In difficult times, we all look for ways to better manage ourselves and our staff. Considering the psychosocial safety climate of our practice is one helpful strategy that may in the past have been overlooked. Dr Annalene Weston, Dentolegal Consultant at Dental Protection, provides an overview.
When considering a new or unfamiliar concept, it is always helpful to start with a definition: “Psychosocial safety is the belief that you will not be punished or humiliated for speaking up with ideas, questions, concerns and mistakes.”
When contextualised as a workplace climate or culture, it is easy to understand that psychosocial safety could be an important workplace value. How important it is, or why it is important, is however easily overlooked in favour of seemingly ‘bigger-ticket’ items.
Why is it important?
Maslow’s Hierarchy of Needs is a well-recognised concept that essentially highlights that basic human needs must first be met, if people are to achieve all that they are capable of.
If we do not feel safe in our workplace, for fear of ridicule or humiliation, or simply we feel we will not be heard, how can we feel safe at work? Naturally this feeling of discomfort would be compounded if we did not work in an environment with a no-blame culture, and mistakes are not forgiven but rather blame is apportioned between parties, appropriately or otherwise. Why would you ever speak up or voice a differing view if this was the reality of your workplace?
Somewhat alarmingly, if considered through to its natural end point, placing a barrier based in fear in front of a clinician or member of support staff will prohibit them from speaking up if there is a problem, or admitting an error they may have made. Errors in healthcare cost lives. And one thing we can all be sure of is that humans make mistakes, and we are all only human.
How do I make my psychosocial climate safe?
There are a number of strategies that you could consider implementing to improve the psychosocial safety of your workplace. Not only would this meet the basic psychosocial needs of your team and enable them to be the best version of themselves at work, but also it would serve to increase the likelihood that your colleagues and staff will bring their issues and concerns to you. Some simple strategies to implement tomorrow are described below.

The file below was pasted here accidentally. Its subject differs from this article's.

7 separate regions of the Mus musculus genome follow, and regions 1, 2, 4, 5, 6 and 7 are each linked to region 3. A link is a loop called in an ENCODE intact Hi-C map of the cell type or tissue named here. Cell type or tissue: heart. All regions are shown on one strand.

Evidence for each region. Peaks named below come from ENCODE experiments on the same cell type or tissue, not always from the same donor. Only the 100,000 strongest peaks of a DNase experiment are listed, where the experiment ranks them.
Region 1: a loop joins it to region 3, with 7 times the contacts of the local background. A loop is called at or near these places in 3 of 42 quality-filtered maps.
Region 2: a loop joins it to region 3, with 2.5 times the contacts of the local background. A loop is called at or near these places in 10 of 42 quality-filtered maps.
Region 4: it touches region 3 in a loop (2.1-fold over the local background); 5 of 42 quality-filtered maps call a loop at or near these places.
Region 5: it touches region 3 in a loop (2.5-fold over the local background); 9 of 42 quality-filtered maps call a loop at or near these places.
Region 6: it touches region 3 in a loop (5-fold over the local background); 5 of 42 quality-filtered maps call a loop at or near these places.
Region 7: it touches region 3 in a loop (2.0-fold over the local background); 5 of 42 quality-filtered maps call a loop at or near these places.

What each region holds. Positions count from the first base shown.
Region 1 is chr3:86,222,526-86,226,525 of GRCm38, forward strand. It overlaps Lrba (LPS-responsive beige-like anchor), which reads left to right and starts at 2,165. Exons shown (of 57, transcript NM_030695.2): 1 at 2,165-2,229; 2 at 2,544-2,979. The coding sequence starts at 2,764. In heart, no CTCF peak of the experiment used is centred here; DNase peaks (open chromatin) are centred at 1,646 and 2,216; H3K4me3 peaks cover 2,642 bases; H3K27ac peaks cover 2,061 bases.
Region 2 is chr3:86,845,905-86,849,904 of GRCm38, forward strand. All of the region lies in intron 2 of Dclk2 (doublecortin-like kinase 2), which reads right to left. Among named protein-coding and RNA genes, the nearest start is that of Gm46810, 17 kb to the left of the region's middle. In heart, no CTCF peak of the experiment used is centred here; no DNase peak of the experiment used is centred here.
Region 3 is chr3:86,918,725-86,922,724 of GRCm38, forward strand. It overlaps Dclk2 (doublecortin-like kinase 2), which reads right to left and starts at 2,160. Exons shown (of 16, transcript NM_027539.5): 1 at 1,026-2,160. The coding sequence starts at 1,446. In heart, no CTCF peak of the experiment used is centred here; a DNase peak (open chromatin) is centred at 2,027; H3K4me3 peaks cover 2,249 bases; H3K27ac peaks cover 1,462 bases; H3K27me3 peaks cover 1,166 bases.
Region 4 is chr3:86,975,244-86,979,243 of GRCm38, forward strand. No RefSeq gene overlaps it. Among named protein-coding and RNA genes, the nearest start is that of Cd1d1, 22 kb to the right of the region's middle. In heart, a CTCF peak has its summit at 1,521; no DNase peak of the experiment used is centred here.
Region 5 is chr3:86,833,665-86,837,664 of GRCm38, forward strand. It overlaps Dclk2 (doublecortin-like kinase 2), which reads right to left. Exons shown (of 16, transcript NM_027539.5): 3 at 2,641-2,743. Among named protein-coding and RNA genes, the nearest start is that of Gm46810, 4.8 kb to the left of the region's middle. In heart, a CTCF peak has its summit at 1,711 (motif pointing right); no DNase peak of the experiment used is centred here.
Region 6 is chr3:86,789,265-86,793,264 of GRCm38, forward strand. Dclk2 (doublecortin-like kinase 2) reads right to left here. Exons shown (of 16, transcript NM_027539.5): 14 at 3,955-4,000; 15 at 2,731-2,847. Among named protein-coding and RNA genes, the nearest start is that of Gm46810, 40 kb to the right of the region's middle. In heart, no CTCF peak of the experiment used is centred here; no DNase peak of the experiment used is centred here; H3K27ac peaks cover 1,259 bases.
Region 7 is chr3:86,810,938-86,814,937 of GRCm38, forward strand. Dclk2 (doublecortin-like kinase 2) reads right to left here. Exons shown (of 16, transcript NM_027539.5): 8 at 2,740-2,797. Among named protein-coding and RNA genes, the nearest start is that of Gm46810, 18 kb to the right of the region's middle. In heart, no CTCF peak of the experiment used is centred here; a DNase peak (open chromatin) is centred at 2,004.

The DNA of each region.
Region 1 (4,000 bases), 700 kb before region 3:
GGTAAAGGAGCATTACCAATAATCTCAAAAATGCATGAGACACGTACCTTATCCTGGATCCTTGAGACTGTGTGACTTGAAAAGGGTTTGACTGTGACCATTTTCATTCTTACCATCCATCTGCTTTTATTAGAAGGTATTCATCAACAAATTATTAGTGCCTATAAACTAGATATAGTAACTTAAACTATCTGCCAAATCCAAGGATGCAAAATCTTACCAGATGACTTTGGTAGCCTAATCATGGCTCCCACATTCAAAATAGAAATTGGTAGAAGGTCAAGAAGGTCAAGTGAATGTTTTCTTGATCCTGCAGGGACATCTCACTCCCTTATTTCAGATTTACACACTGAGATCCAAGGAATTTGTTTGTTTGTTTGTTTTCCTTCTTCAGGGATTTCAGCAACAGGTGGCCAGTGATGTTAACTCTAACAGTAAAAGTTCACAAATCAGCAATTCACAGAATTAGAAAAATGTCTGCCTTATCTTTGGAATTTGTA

As a leader or manager, you could consider encouraging a ‘no-blame’ culture, where mistakes and errors are seen as opportunities to learn rather than blame or label those who admit to their mistakes. A no-blame culture increases the likelihood of error being reported and decreases the likelihood these errors will be repeated, therefore improving patient safety and outcomes.
Another helpful strategy is to ‘ask’ rather than ‘tell’, and really listen to people’s responses. We are not all going to share the same views, and this will be more apparent than ever in divisive times such as COVID-19. Don’t make assumptions about how or why your staff or colleagues feel the way they do. Be curious, not furious, if their beliefs differ from your own. You may even learn something. And importantly, the act of listening without judgement will encourage that person to voice their concerns or opinions in the future, empowering a happier and safer practice.
Embrace a culture of mutual respect and civility, where differing viewpoints can be courteously discussed. Increased civility in the workplace serves to develop psychosocial safety and reduce the likelihood of bullying.
Finally, consider sharing your failures as opportunities to learn, not judge. Many are delighted to spruik their prowess, and engender the image that they are infallible, but the reality is that we learn more from our mistakes than we ever will from our successes. If we are open about our failures, and the lessons learned, not only do we entrench a culture where failure and error can be discussed without fear, but it also serves to give learning for all. Perhaps then, they will not need to repeat our mistakes.